Blinded by the Whites: Why Race Still Matters in 21st-Century America

Blinded by the Whites: Why Race Still Matters in 21st-Century America

Blinded by the Whites: Why Race Still Matters in 21st-Century America

Blinded by the Whites: Why Race Still Matters in 21st-Century America

Synopsis

The election of Barack Obama gave political currency to the (white) idea that Americans now live in a post-racial society. But the persistence of racial profiling, economic inequality between blacks and whites, disproportionate numbers of black prisoners, and disparities in health and access to healthcare suggest there is more to the story. David H. Ikard addresses these issues in an effort to give voice to the challenges faced by most African Americans and to make legible the shifting discourse of white supremacist ideology-including post-racialism and colorblind politics-that frustrates black self-determination, agency, and empowerment in the 21st century. Ikard tackles these concerns from various perspectives, chief among them black feminism. He argues that all oppressions (of race, gender, class, sexual orientation) intersect and must be confronted to upset the status quo.

Excerpt

By most conventional measures of emotional stability,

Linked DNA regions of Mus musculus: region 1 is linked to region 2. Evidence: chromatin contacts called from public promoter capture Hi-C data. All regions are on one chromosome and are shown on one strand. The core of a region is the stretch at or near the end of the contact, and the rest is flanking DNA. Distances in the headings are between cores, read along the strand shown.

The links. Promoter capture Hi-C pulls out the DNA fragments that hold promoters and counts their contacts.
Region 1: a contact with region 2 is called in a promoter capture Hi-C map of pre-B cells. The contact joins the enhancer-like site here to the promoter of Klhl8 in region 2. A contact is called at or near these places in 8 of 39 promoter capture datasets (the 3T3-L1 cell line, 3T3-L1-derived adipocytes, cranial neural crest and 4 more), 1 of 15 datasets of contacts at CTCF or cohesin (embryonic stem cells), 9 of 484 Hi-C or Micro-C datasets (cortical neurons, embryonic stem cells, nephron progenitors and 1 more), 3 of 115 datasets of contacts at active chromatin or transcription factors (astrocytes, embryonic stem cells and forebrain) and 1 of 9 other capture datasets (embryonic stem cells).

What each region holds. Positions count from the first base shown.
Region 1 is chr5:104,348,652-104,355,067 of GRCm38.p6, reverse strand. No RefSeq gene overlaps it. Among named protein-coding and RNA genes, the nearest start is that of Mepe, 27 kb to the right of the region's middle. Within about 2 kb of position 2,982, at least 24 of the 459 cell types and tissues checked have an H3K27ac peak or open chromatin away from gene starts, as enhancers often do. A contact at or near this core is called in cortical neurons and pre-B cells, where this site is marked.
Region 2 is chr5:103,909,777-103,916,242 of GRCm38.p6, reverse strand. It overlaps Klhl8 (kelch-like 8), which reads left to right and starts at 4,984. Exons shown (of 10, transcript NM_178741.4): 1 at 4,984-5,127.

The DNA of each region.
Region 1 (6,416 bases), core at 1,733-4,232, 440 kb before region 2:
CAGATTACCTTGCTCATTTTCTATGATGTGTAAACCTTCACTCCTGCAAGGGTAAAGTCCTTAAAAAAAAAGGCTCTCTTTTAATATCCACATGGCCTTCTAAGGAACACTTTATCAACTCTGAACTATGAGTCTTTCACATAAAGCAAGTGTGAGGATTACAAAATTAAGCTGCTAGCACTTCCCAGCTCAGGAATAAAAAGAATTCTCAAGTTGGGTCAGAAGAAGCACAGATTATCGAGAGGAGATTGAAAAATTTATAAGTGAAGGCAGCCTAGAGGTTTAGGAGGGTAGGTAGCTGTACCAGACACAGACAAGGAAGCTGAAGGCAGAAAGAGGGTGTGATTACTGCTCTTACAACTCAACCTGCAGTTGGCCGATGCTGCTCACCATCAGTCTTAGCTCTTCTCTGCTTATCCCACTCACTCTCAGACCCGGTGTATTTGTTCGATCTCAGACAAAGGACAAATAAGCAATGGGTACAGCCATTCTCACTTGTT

Ralph Ellison’s unnamed protagonist in Invisible Man is emotionally unstable or, to use street vernacular, downright crazy. Paranoid about racial conspiracies to the point of viewing the entire society – including other African Americans – as potential threats to his personhood and sanity invisible man lives alone in a secret underground dwelling in Harlem. He spends the bulk of his time contemplating the racial crisis that has brought him to this low point in his life and that he sees as a threat to the social stability of the United States. Viewing his current status as temporary (he characterizes his social isolation as a “hibernation”), he plans to “return” to the surface and reenter society when he has unraveled the conundrum of his and society’s racial predicament, with a strategy in tow that he has developed to help explode the status quo. To prepare for his social reentry and liberation strategy, he becomes a one-man corporate subversive, stealing electricity from the Monopolated Light & Power Company, a powerful, white-owned local utility company. To maximize the impact of his subversion and accommodate his perplexing and insatiable desire for light, he wires his ceiling with 1,369 energy-guzzling light bulbs. His ultimate goal is to wire the room so that he can install light bulbs on the walls and floors. There is also a violent component to invisible man’s subversive behavior. A powder keg of pent-up racial rage, he brutalizes and nearly murders a white man he bumps into on the street at night for calling him an “insulting name.” Not the least bit remorseful, invisible man blames the white man for provoking the near-fatal assault, arguing that his violent response was . . .

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